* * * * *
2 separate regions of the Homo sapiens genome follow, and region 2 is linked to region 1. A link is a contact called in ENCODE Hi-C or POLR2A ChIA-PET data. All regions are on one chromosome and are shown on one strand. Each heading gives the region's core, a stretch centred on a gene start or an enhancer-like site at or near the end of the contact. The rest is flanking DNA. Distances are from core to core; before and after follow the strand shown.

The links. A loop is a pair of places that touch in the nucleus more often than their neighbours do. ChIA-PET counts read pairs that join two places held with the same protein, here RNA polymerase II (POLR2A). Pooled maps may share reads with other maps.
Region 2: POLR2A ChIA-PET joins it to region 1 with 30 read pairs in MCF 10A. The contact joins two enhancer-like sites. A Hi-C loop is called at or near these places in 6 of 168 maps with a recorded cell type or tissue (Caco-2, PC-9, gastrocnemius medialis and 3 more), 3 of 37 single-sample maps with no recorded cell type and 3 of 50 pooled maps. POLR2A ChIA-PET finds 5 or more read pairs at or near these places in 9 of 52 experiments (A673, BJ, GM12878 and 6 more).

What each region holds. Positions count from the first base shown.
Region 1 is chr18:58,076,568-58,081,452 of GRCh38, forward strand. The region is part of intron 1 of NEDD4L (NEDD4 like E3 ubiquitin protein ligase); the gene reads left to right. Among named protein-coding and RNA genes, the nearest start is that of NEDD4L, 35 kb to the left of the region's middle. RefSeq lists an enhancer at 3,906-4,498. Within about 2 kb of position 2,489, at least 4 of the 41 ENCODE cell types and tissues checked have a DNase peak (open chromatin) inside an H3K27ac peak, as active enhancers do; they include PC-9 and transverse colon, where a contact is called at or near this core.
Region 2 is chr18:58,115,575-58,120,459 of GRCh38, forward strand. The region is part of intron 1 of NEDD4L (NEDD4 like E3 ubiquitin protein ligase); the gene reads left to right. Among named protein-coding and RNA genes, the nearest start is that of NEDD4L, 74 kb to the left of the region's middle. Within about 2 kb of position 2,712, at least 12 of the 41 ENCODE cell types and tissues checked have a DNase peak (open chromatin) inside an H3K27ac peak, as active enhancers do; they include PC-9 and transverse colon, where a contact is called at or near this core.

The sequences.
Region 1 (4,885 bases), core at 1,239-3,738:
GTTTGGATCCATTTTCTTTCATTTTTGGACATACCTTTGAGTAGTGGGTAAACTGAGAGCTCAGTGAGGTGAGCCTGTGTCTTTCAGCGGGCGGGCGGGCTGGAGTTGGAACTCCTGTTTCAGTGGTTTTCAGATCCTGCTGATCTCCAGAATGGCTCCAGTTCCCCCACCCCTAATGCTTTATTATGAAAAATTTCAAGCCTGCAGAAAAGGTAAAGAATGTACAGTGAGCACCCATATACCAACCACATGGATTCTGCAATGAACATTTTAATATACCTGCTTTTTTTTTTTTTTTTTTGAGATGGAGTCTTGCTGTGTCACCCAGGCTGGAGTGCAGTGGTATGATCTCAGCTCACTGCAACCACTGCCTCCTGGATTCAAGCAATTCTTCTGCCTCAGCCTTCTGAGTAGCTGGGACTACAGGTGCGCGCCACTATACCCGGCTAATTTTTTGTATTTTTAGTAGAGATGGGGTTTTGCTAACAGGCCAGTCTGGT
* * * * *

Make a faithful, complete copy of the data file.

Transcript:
2 separate regions of the Homo sapiens genome follow, and region 2 is linked to region 1. A link is a contact called in ENCODE Hi-C or POLR2A ChIA-PET data. All regions are on one chromosome and are shown on one strand. Each heading gives the region's core, a stretch centred on a gene start or an enhancer-like site at or near the end of the contact. The rest is flanking DNA. Distances are from core to core; before and after follow the strand shown.

The links. A loop is a pair of places that touch in the nucleus more often than their neighbours do. ChIA-PET counts read pairs that join two places held with the same protein, here RNA polymerase II (POLR2A). Pooled maps may share reads with other maps.
Region 2: POLR2A ChIA-PET joins it to region 1 with 30 read pairs in MCF 10A. The contact joins two enhancer-like sites. A Hi-C loop is called at or near these places in 6 of 168 maps with a recorded cell type or tissue (Caco-2, PC-9, gastrocnemius medialis and 3 more), 3 of 37 single-sample maps with no recorded cell type and 3 of 50 pooled maps. POLR2A ChIA-PET finds 5 or more read pairs at or near these places in 9 of 52 experiments (A673, BJ, GM12878 and 6 more).

What each region holds. Positions count from the first base shown.
Region 1 is chr18:58,076,568-58,081,452 of GRCh38, forward strand. The region is part of intron 1 of NEDD4L (NEDD4 like E3 ubiquitin protein ligase); the gene reads left to right. Among named protein-coding and RNA genes, the nearest start is that of NEDD4L, 35 kb to the left of the region's middle. RefSeq lists an enhancer at 3,906-4,498. Within about 2 kb of position 2,489, at least 4 of the 41 ENCODE cell types and tissues checked have a DNase peak (open chromatin) inside an H3K27ac peak, as active enhancers do; they include PC-9 and transverse colon, where a contact is called at or near this core.
Region 2 is chr18:58,115,575-58,120,459 of GRCh38, forward strand. The region is part of intron 1 of NEDD4L (NEDD4 like E3 ubiquitin protein ligase); the gene reads left to right. Among named protein-coding and RNA genes, the nearest start is that of NEDD4L, 74 kb to the left of the region's middle. Within about 2 kb of position 2,712, at least 12 of the 41 ENCODE cell types and tissues checked have a DNase peak (open chromatin) inside an H3K27ac peak, as active enhancers do; they include PC-9 and transverse colon, where a contact is called at or near this core.

The sequences.
Region 1 (4,885 bases), core at 1,239-3,738:
GTTTGGATCCATTTTCTTTCATTTTTGGACATACCTTTGAGTAGTGGGTAAACTGAGAGCTCAGTGAGGTGAGCCTGTGTCTTTCAGCGGGCGGGCGGGCTGGAGTTGGAACTCCTGTTTCAGTGGTTTTCAGATCCTGCTGATCTCCAGAATGGCTCCAGTTCCCCCACCCCTAATGCTTTATTATGAAAAATTTCAAGCCTGCAGAAAAGGTAAAGAATGTACAGTGAGCACCCATATACCAACCACATGGATTCTGCAATGAACATTTTAATATACCTGCTTTTTTTTTTTTTTTTTTGAGATGGAGTCTTGCTGTGTCACCCAGGCTGGAGTGCAGTGGTATGATCTCAGCTCACTGCAACCACTGCCTCCTGGATTCAAGCAATTCTTCTGCCTCAGCCTTCTGAGTAGCTGGGACTACAGGTGCGCGCCACTATACCCGGCTAATTTTTTGTATTTTTAGTAGAGATGGGGTTTTGCTAACAGGCCAGTCTGGT